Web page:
CPHI Fellow Highlights and Publications
THE OPIOID CRISIS
Mayor James Kenney introduced a coordinated effort to confront this issue, with The Mayor’s Task Force to Combat the Opioid Epidemic in Philadelphia. The task force developed a plan to reduce opioid use disorder and associated morbidity and mortality. Read more.
Adverse events in veterans affairs inpatient psychiatric units: Staff perspectives on contributing and protective factors
True, G., Frasso, R., Cullen, S.W., Hermann, R.C., Marcus, S.C.
CPHI Fellow Gala True and colleagues identified protective factors that mitigate the risk of adverse events in inpatient psychiatric units; these factors include engaging in a culture of safety, embracing patient-centeredness, and encouraging local experts to share their knowledge to leadership to implement any changes. These findings were gathered from 20 interviews with informants in Veterans Health Administration hospitals. These protective factors, when engaged with all stakeholders, including patients, can improve the quality of inpatient psychiatric care. Read more.
No effect of commercial cognitive training on brain activity, choice behavior, or cognitive performance
CPHI Fellows Rebecca Ashare, Robert Hornik, Caryn Lerman, and collaborators explored the effects of cognitive training on choice behavior and brain responses. Among other measures of cognitive and choice behavior, the group tested the effects of cognitive training specifically on delay discounting and risk sensitivity; with delay discounting referring to choosing between immediate small rewards and larger rewards in the future and risk sensitivity referring to choosing between larger, riskier rewards and smaller, certain rewards. The group found that cognitive training has no effect on choice behavior or brain activity during decision-making. Read more.
Sociodemographic characteristics and health outcomes among Lesbian, Gay, and Bisexual U.S. Adults Using Healthy People 2020 leading health indicators
Lunn, M.R., Cui, W., Zack, M.M., Thompson, W.W., Blank, M.B., Yehia, B.R.
CPHI Fellow Baligh R. Yehia and collaborators have published the results from an analysis of health determinants amongst sexual minorities. The investigators administered a cross-sectional survey that, among other points of interest, assessed health outcomes using nine leading health indicators (LHIs) from Healthy People 2020. These nine indicators looked at health behaviors (BMI, if one is a smoker, etc.) and access to care (health insurance, screenings, etc.). It was concluded that more sexual minority adults met the nine LHIs than heterosexual adults. These health inequities call for targeted health assessments as well as further research exploring all LHIs. Read more.Publication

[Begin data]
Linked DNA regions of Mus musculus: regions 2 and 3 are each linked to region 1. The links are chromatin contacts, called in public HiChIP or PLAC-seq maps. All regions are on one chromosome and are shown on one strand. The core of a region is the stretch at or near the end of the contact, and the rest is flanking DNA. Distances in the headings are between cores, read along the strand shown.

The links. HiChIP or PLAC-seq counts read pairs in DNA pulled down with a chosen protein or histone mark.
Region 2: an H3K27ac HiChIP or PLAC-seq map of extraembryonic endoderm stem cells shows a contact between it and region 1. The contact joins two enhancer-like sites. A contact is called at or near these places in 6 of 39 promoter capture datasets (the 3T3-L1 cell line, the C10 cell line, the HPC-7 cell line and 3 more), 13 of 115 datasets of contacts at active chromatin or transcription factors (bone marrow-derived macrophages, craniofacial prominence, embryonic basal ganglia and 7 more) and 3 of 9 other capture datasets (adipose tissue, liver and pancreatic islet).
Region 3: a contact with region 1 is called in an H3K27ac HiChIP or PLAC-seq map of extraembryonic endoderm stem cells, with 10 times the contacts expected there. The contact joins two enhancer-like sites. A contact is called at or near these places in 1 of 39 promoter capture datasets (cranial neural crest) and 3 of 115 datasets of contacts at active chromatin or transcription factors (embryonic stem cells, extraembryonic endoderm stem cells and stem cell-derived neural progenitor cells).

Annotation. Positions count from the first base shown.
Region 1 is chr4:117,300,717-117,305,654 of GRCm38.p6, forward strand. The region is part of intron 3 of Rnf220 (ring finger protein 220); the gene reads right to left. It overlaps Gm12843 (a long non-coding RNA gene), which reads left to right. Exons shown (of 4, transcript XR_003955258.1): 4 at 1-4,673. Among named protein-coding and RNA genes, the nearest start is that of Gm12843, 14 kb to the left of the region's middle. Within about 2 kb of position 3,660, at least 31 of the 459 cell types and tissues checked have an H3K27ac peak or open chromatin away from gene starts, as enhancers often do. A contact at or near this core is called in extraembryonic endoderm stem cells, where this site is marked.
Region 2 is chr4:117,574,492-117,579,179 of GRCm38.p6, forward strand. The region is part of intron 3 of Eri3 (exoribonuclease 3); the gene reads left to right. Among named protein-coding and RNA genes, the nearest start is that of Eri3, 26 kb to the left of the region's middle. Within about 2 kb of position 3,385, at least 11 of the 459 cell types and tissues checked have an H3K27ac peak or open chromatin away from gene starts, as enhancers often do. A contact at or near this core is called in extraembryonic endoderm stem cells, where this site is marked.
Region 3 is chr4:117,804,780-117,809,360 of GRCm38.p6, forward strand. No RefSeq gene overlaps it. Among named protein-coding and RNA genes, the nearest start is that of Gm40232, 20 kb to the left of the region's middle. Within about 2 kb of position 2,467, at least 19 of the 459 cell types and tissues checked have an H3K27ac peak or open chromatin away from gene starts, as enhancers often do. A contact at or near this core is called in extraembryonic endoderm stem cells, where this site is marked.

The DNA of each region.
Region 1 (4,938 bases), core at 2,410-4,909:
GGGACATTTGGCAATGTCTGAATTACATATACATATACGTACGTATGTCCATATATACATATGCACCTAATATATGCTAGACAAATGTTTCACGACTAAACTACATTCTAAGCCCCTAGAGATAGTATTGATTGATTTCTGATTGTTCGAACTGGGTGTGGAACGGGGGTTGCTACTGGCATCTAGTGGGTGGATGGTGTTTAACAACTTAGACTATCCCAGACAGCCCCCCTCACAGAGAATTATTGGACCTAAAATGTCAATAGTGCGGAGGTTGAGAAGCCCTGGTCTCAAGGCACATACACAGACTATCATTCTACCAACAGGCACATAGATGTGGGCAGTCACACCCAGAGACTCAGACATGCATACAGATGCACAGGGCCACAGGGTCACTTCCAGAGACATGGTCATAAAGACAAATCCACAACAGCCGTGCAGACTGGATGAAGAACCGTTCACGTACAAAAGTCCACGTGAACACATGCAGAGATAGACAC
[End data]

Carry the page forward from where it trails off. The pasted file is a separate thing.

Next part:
Coping with the stress in the cardiac intensive care unit: Can mindfulness be the answer?
Golfenshtein, N., Deatrick, J.A., Lisanty, A.J., Medoff-Cooper, B.
CPHI Fellow Janet A. Deatrick and colleagues investigate the feasibility of engaging in mindfulness as an effective coping mechanism for the stress felt by mothers with infants suffering from complex congenital heart disease (CHD); this stress can lead to adverse health outcomes for both mother and child. The results show that mothers engage in common coping mechanisms, such as positive thinking, distraction, and relying on support systems. It was also found that mindfulness was acceptable and feasible, but mothers expressed concerns relating to time and space as well as exhibited general unfamiliarity with the concept. The results from this study set the stage for further research into tailored intervention regarding coping mechanisms, such as mindfulness. Read more.
Movement patterns in women at risk for perinatal depression: Use of a mood-monitoring mobile application in pregnancy
Faherty, L.J., Hantsoo, L., Appleby, D., Sammel, M.D., Bennett, I.M., Wiebe, D.J.